This study presents a method to assess short term traumatic fatality risks for workers involved in hazardous waste site remediation to provide a quantitative, rather than qualitative, basis for evaluating occupational exposures in remediation feasibility studies. Occupational employment and fatality data for the years 1979-1981 and 1983 were compiled from Bureau of Labor Statistics data for 11 states. These data were analyzed for 17 occupations associated with three common remediation alternatives: excavation and landfill, capping, and capping plus slurry wall. The two occupations with the highest death rates, truck driver and laborer, contributed most to total exposure hours in each alternative. Weighted average death rates were produced for each alternative and multiplied by respective total person- years of exposure. The resultant expected number of fatalities was converted, using the Poisson distribution, to the risk of experiencing at least one fatality, as follows: 0.149 for excavation and landfill, 0.012 for capping, and 0.014 for capping plus slurry wall. These risks were discussed in light of the need to obtain more reliable and comprehensive data than are currently available on the occupational safety and health risks associated with hazardous waste site remediation and the need for a more scientific, quantitative approach to remediation decisions involving risks to workers.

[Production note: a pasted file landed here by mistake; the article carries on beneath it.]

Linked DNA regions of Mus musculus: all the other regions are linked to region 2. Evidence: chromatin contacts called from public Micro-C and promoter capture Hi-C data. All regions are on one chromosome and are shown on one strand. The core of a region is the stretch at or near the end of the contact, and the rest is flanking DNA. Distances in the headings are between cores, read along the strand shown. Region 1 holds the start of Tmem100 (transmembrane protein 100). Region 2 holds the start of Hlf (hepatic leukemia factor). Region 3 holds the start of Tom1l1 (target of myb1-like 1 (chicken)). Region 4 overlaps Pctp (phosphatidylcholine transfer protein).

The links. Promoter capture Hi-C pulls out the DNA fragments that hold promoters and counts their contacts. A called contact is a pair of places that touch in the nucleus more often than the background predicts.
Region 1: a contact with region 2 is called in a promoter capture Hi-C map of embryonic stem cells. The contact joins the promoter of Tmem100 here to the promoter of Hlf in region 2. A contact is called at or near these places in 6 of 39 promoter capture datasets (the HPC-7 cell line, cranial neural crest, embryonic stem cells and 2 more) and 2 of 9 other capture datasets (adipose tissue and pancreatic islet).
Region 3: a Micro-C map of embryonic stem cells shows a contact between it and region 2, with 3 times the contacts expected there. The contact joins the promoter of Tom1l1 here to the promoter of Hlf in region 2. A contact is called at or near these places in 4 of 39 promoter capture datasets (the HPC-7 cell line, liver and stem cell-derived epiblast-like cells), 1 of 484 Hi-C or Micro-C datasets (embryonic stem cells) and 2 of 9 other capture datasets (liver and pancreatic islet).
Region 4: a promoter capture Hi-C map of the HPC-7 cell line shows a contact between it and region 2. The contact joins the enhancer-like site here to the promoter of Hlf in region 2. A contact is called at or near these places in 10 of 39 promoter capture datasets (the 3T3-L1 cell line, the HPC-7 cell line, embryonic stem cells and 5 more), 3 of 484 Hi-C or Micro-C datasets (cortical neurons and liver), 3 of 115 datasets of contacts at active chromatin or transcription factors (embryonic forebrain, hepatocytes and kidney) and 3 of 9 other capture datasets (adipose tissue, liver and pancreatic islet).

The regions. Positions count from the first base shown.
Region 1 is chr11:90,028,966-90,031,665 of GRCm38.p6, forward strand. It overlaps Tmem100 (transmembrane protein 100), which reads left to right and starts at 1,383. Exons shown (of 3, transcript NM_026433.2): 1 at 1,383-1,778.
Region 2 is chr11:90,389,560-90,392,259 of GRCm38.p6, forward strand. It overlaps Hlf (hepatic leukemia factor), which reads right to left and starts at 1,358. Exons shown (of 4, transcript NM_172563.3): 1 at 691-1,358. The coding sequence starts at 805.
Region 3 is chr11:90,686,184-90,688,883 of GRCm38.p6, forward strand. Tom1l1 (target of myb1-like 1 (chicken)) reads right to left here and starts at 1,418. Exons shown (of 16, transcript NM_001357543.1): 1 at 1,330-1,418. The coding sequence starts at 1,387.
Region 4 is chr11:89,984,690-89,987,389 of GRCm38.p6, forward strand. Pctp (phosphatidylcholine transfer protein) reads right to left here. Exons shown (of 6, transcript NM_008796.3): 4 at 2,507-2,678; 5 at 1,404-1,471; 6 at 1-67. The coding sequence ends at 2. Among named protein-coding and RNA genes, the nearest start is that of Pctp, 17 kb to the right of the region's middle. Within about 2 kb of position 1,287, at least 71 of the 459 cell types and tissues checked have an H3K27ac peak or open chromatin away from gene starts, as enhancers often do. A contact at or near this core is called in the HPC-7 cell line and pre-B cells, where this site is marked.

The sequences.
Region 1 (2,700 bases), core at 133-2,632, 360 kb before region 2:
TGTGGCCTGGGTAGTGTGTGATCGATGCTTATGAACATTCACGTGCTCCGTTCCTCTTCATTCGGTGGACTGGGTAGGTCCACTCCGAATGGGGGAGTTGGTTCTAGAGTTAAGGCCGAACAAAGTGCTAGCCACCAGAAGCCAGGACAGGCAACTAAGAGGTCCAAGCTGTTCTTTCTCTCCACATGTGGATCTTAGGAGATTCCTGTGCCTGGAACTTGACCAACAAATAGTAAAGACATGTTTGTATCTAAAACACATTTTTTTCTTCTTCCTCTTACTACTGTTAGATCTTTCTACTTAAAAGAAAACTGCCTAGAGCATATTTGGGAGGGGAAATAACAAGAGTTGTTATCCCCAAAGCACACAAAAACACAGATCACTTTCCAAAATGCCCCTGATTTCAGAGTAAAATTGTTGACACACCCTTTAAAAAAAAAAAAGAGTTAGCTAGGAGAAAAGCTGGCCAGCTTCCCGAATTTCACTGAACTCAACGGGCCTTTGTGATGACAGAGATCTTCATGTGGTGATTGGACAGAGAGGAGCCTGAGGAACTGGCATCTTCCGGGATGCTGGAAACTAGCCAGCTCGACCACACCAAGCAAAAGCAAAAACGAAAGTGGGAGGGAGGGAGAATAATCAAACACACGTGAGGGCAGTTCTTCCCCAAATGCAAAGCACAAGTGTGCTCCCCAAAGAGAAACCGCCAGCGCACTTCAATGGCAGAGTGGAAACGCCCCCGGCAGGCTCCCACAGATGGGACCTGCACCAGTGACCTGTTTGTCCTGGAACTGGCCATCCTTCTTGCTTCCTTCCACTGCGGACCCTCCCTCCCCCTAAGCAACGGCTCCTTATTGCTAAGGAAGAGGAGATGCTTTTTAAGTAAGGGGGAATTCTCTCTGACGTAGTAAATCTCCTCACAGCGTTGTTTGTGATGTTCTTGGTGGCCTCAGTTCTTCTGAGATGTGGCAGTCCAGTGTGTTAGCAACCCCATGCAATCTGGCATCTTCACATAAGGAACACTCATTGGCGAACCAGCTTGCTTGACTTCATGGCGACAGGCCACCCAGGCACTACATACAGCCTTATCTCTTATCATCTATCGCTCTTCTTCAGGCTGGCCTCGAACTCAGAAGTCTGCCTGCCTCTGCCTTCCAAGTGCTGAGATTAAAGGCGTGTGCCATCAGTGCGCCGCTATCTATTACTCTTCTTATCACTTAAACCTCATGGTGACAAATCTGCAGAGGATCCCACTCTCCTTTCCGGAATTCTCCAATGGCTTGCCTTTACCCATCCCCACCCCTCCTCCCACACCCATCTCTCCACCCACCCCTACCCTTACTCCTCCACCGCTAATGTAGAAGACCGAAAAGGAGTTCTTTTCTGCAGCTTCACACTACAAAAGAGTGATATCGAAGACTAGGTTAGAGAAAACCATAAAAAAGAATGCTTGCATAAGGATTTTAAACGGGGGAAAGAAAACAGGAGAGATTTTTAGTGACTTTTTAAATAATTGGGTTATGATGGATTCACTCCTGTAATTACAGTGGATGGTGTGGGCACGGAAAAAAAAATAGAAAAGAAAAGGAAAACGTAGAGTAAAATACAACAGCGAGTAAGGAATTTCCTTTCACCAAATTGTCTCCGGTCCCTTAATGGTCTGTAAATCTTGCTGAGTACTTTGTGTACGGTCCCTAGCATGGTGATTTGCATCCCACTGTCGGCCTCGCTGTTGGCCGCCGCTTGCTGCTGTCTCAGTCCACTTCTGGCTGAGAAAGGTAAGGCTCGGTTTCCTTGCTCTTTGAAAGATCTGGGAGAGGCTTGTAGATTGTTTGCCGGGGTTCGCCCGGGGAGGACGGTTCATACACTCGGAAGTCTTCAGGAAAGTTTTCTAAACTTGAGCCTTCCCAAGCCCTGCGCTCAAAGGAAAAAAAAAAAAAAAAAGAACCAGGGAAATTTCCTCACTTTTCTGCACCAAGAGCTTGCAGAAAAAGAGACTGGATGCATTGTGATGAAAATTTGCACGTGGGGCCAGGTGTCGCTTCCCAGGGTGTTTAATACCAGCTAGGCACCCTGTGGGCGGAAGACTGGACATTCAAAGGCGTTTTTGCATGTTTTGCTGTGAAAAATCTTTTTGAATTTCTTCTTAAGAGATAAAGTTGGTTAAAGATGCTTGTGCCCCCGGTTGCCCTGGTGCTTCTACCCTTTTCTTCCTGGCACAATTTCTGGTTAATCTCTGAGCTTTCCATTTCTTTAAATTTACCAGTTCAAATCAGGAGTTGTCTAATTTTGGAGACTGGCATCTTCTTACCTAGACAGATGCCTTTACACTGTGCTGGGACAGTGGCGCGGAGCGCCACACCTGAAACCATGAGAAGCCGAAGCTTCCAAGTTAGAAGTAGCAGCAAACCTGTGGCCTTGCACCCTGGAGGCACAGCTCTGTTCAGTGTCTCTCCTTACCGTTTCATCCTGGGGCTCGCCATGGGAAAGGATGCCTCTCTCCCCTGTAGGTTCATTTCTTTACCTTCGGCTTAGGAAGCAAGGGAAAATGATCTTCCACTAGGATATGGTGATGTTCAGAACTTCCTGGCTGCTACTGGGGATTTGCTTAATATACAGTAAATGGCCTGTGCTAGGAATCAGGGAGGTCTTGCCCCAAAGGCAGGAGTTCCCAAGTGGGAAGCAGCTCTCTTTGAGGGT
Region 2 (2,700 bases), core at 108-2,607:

|Original language||English (US)|
|Number of pages||8|
|State||Published - Dec 1994|
ASJC Scopus subject areas
- Social Sciences (miscellaneous)
- Safety, Risk, Reliability and Quality